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Montreal Loft Architem: Wolff Shapiro Kuskowski architects, Montreal

Photo by Alain Laforest

The 1,300-square-foot condo over two floors was created for a Montreal couple. The building’s original purpose — as a Stelco factory — is still evident in the exposed concrete columns and very high ceilings. It serves as inspiration for the palette of materials used in the interior design. - - - - - -----------------------------------------A sculptural spiral staircase fabricated in raw blue steel connects the two floors. The lower level contains the main entrance and houses the owners’ master suite: bedroom, dressing room, home office and bathroom (the dressing room incorporates a Murphy bed to welcome the occasional guest). Sliding and retractable steel-and-glass panels provide privacy and allow open spaces to flow. Walnut flooring and anigre panels provide warmth; pale accents include white lacquered cabinetry, marble and quartz. - - - -----------------------------------------The upper floor is dedicated to the living space (kitchen, living room, informal dining). It opens to views of the courtyard on the kitchen side and a canal on the living-room side. ------------------------------------------•

Photo by Tom Arban

House in Kings Cross, ON Borolotto Design Architect Inc., Toronto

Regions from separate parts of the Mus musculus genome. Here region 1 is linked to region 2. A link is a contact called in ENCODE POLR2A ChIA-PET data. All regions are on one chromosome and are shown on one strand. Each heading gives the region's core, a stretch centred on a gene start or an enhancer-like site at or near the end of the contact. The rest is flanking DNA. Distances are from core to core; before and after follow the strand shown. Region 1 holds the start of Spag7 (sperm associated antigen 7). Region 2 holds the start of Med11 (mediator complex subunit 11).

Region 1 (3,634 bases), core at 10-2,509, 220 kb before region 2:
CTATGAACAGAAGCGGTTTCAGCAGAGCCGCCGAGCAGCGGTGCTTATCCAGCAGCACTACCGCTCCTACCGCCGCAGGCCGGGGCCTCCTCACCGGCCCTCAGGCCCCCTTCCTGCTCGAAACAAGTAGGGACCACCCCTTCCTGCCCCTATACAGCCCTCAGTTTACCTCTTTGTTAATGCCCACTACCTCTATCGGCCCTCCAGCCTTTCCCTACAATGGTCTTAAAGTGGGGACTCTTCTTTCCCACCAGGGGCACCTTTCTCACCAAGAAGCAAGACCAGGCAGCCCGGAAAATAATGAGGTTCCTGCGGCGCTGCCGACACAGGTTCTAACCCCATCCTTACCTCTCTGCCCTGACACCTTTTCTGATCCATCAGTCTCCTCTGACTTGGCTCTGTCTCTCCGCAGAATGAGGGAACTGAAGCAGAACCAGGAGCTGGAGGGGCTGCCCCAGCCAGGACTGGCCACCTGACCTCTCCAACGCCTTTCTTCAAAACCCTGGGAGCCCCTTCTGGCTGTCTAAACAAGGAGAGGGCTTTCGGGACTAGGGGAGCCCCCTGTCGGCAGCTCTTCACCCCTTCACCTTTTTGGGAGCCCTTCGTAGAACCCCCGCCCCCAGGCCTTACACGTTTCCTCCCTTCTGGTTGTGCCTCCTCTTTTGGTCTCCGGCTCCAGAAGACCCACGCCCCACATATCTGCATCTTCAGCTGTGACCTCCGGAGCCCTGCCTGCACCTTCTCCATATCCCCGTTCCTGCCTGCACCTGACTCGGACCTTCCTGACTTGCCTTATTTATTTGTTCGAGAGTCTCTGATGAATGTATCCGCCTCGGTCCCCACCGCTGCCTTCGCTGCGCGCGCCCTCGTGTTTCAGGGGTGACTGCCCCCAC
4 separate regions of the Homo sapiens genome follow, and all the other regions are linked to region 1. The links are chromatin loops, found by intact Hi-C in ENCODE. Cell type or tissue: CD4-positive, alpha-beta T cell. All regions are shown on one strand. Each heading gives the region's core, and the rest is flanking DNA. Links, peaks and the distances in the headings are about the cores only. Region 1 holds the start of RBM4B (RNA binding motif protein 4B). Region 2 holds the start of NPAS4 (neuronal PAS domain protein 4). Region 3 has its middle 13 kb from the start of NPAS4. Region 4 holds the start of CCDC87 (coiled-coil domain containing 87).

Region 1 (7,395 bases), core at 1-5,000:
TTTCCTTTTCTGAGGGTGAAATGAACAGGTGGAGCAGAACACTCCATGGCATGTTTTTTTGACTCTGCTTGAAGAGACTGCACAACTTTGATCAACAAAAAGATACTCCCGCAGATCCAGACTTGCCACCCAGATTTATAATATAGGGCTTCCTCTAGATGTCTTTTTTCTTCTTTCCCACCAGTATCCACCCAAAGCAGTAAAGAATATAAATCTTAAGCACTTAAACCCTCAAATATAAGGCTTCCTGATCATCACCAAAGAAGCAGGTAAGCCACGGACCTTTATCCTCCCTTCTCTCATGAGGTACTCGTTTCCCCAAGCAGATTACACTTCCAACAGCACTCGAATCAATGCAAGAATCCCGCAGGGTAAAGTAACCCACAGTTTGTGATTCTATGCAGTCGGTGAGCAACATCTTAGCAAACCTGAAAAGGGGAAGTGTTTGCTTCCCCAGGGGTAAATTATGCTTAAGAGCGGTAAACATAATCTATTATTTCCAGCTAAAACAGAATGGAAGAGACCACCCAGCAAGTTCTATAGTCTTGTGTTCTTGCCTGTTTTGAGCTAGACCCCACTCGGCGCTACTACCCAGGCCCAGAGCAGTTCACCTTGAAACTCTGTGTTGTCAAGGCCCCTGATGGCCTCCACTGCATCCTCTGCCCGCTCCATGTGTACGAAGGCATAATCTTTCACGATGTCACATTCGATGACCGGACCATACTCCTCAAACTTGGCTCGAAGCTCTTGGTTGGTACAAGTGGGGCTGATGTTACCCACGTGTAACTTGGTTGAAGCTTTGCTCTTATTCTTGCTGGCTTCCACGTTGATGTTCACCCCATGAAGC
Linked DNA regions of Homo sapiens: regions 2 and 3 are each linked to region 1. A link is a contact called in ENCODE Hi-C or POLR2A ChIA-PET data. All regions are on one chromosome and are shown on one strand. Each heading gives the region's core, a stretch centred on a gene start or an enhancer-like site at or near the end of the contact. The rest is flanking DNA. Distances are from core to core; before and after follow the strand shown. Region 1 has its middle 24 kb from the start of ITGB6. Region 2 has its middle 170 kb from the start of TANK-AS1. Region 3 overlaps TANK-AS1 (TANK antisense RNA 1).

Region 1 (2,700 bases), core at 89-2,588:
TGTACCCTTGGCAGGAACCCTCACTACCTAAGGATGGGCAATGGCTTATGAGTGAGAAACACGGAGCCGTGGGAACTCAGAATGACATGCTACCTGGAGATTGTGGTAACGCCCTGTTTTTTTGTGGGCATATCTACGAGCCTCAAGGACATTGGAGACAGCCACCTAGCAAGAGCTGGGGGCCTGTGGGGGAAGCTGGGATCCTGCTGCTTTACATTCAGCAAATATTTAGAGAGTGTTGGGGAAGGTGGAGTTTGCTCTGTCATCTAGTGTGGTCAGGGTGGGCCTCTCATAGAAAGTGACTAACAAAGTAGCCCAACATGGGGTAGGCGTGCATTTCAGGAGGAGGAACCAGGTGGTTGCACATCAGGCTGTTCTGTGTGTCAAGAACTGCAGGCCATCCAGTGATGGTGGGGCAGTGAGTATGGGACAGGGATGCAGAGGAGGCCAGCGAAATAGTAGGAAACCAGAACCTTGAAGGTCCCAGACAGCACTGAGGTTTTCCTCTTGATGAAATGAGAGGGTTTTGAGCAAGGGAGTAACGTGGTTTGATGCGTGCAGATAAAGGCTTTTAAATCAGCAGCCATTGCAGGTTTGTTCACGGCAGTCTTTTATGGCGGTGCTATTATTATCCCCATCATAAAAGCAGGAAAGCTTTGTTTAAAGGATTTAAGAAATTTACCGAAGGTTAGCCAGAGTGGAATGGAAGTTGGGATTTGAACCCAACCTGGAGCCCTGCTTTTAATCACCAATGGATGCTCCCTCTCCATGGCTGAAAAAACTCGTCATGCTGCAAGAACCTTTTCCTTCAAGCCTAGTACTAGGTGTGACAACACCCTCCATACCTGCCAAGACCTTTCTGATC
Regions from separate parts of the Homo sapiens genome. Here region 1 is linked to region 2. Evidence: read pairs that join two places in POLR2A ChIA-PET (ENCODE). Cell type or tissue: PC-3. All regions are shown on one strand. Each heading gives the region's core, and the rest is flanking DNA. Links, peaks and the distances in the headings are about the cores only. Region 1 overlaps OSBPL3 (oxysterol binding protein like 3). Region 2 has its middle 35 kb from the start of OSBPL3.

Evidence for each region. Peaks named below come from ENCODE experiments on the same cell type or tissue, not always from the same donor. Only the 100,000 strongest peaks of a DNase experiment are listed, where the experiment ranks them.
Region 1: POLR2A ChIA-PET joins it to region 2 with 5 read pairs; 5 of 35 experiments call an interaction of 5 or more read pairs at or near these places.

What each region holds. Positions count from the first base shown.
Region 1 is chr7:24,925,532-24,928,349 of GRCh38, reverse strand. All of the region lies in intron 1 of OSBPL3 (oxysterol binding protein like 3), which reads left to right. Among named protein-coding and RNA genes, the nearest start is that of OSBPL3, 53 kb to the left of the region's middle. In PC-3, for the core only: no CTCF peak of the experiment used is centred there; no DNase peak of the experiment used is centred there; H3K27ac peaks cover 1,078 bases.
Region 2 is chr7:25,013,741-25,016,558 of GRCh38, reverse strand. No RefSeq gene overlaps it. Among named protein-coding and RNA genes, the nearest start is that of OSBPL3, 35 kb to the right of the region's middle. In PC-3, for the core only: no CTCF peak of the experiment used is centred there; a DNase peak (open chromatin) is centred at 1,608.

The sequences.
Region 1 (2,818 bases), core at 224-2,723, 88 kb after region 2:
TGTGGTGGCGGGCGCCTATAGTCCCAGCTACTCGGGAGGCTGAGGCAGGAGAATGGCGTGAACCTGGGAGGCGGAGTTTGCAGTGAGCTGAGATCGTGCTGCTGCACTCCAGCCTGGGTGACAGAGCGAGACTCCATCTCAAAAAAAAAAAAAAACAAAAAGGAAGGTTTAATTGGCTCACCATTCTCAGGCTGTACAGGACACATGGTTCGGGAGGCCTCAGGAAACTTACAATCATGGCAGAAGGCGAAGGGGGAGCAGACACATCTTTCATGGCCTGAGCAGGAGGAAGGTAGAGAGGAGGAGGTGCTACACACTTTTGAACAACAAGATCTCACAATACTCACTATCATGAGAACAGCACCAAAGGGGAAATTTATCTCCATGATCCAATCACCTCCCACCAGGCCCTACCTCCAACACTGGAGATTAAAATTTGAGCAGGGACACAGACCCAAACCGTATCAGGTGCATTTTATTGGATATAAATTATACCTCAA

7BoC.indd 47

Just north of Toronto, Kings Cross is a rural community with architecturally distinct houses dating back to the 1960s. Sitting amid low, lush greenery, this new house occupies the footprint of a previous house, but is thoroughly modern in both design and performance. - - - - - -----------------------------------------It takes its design cues from the unusual topography of the area and from the ranch-style mansard roofs of neighbouring houses. Dramatically horizontal and flooded with light, it is at the same time protective and sheltering. -----------------------------------------The sinuous curve of a glass wall on the rear facade establishes the sculptural language of the interior. The soaring ceiling of the great room sweeps down to carve out the second floor that holds the bedrooms; the gentle curve is reiterated as the floor spills into the kitchen. This playful scooping and carving creates an internal landscape that parallels the rolling hills of the spectacular ravine, visible from each light-filled room in the house. - - -----------------------------------------•



15-09-17 12:44 PM

Canadian Interiors September October 2015  

Canadian Interiors is Canada’s leading magazine targeted at interior design professionals. Since its launch in 1964, the magazine is a must...

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